Comparison between eccentric and concentric resistance exercise training without equipment for changes in muscle strength and functional fitness of older adults
European Journal of Applied Physiology
Centre for Exercise and Sports Science Research / School of Medical and Health Sciences
PURPOSE: The present study tested the hypothesis that resistance exercise training focusing on eccentric muscle contractions would improve muscle strength and functional physical fitness more than concentric contraction-focused resistance training in older adults.
METHODS: Healthy older adults (65-84 years) were placed into eccentric (ECC; n = 9) or concentric training group (CON; n = 8). They performed 4-6 basic manual resistance exercises focusing on either eccentric or concentric muscle contractions once at a community centre and at least twice at home a week for 8 weeks. Muscle thickness of the quadriceps femoris (MT), knee extensor maximal voluntary isometric contraction strength (MVC), 30-second chair stand (CS), 3-metre timed up and go (TUG), 2-minute step (2MS), sit and reach (SR), and static balance with eyes open and closed (Bal-EC) were assessed before and 7 days after the last community centre session.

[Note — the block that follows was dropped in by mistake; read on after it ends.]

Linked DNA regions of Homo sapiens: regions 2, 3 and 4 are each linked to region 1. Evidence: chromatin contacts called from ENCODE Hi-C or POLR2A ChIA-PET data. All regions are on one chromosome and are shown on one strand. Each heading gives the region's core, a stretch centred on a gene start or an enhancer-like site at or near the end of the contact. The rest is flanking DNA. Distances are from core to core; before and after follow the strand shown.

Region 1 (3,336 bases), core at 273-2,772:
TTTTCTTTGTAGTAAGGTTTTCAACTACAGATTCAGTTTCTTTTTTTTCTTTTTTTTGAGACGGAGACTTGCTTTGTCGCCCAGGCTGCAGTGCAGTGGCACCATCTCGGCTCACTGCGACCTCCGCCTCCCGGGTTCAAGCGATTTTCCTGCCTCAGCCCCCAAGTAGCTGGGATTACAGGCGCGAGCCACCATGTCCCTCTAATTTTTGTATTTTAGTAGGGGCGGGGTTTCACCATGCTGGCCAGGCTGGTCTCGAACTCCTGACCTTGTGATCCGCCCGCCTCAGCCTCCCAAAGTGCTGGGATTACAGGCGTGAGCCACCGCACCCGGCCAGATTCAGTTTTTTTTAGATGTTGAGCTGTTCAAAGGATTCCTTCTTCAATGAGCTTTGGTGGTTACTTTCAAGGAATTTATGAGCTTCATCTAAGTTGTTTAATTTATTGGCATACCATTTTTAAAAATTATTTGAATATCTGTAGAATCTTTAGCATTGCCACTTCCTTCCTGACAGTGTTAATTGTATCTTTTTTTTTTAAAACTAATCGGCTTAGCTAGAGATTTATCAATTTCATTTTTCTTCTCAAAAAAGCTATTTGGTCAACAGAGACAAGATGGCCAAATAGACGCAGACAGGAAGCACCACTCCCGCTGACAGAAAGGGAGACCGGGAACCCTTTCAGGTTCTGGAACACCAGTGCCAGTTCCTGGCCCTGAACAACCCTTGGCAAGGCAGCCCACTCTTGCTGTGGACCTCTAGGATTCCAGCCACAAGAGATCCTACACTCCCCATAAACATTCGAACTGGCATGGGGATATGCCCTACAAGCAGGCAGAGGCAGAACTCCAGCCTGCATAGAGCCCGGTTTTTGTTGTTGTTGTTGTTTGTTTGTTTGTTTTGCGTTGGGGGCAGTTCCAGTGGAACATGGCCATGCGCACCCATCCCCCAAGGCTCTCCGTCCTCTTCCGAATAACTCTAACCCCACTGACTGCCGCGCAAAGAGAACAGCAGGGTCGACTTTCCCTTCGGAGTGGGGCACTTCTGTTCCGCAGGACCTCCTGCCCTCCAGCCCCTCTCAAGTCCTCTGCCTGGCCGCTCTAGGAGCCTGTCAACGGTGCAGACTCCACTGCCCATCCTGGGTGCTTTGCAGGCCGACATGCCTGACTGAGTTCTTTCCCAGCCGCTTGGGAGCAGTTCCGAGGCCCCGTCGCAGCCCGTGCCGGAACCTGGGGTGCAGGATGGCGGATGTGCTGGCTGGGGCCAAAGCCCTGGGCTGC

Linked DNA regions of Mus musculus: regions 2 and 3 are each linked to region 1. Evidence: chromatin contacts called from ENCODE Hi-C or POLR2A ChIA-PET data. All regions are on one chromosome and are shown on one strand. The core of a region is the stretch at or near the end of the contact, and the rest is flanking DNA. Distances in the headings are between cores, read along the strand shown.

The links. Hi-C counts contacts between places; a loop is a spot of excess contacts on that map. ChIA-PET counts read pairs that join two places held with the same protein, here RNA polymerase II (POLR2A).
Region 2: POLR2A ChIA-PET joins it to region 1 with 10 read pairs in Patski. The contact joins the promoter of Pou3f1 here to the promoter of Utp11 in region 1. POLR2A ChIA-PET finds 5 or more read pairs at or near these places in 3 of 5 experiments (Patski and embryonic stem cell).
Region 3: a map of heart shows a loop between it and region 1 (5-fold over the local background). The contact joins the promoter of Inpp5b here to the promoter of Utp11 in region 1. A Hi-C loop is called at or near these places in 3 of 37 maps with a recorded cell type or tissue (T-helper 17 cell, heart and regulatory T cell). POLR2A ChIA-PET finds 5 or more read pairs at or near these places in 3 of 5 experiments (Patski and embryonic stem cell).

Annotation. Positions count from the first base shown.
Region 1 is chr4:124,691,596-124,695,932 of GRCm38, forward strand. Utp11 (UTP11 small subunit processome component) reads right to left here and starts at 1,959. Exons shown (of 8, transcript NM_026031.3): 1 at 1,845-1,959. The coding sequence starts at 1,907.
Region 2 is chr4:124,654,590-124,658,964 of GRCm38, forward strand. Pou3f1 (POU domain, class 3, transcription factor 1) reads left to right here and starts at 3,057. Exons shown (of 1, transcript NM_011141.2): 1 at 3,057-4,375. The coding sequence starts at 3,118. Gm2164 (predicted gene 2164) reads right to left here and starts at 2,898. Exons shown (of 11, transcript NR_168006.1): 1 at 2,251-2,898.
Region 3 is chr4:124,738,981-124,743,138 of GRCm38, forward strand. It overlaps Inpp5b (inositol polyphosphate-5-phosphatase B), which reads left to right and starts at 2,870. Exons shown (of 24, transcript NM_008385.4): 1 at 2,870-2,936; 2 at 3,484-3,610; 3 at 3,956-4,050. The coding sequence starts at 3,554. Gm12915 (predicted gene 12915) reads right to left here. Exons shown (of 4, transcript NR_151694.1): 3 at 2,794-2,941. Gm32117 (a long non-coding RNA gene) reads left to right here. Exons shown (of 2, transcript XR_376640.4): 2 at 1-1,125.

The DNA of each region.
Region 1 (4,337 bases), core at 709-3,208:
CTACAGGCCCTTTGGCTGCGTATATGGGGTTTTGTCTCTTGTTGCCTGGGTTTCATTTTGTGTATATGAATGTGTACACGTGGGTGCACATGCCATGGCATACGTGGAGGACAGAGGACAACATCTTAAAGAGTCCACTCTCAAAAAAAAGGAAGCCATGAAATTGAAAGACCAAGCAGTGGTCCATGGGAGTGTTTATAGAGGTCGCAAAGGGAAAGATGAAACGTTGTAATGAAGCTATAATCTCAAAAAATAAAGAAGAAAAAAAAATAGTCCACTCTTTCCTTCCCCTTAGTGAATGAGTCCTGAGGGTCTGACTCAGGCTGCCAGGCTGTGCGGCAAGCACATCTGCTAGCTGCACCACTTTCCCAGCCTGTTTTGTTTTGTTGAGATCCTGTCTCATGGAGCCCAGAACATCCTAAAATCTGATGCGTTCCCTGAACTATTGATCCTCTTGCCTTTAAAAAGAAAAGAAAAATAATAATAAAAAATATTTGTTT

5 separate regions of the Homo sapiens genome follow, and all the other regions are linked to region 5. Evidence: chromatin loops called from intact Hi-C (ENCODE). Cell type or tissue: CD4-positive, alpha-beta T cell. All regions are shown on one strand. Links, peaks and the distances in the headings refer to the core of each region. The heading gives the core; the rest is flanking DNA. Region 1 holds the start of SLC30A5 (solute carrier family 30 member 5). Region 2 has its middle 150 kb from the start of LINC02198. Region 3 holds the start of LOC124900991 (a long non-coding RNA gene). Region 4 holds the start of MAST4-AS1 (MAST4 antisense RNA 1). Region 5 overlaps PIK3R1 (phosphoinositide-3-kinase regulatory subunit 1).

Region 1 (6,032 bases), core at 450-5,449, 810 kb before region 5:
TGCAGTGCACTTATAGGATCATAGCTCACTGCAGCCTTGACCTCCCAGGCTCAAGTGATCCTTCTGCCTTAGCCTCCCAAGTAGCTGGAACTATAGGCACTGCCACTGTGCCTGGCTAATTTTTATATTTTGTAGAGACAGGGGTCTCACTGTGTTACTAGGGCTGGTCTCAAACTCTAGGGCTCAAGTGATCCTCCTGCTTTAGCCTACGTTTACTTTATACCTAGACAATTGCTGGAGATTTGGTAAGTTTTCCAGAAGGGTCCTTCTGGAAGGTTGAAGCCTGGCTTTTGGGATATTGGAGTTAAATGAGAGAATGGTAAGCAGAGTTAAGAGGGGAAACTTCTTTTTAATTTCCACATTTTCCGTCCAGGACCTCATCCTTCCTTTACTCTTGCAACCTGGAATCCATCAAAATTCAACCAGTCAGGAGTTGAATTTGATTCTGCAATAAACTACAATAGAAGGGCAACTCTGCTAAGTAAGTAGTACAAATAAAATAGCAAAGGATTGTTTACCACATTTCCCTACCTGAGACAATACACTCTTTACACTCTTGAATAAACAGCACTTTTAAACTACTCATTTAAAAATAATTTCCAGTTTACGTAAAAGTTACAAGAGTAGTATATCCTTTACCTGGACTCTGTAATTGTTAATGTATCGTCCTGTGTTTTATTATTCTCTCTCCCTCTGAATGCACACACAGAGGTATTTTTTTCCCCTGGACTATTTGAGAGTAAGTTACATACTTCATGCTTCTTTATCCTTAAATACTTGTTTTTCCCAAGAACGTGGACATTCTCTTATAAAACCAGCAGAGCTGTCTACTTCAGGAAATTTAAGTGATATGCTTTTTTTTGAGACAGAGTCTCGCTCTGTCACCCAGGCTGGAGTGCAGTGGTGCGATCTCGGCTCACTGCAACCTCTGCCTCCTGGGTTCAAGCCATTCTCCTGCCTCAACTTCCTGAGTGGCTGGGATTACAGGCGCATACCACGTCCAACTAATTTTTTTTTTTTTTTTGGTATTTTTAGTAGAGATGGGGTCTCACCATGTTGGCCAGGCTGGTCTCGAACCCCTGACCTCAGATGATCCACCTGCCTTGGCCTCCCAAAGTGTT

RESULTS: Changes in MT (ECC: 21.6 ± 9.2% vs CON: 6.7 ± 7.1%), MVC (38.3 ± 22.6% vs 8.2 ± 8.4%), CS (51.0 ± 21.7% vs 34.6 ± 28.3%), TUG (16.7 ± 9.9% vs 6.3 ± 7.7%), 2MS (9.9 ± 6.0% vs 6.0 ± 7.3%) and Bal-EC (35.1 ± 6.7% vs 8.8 ± 16.2%) from baseline were greater (P < 0.05) for the ECC than the CON group.
CONCLUSION: These results show that the eccentric manual resistance exercise training was more effective for improving lower limb strength, mobility, and postural stability of older adults when compared with the concentric training. This suggests the significance of emphasising eccentric muscle contractions in movements to maintain and improve physical function.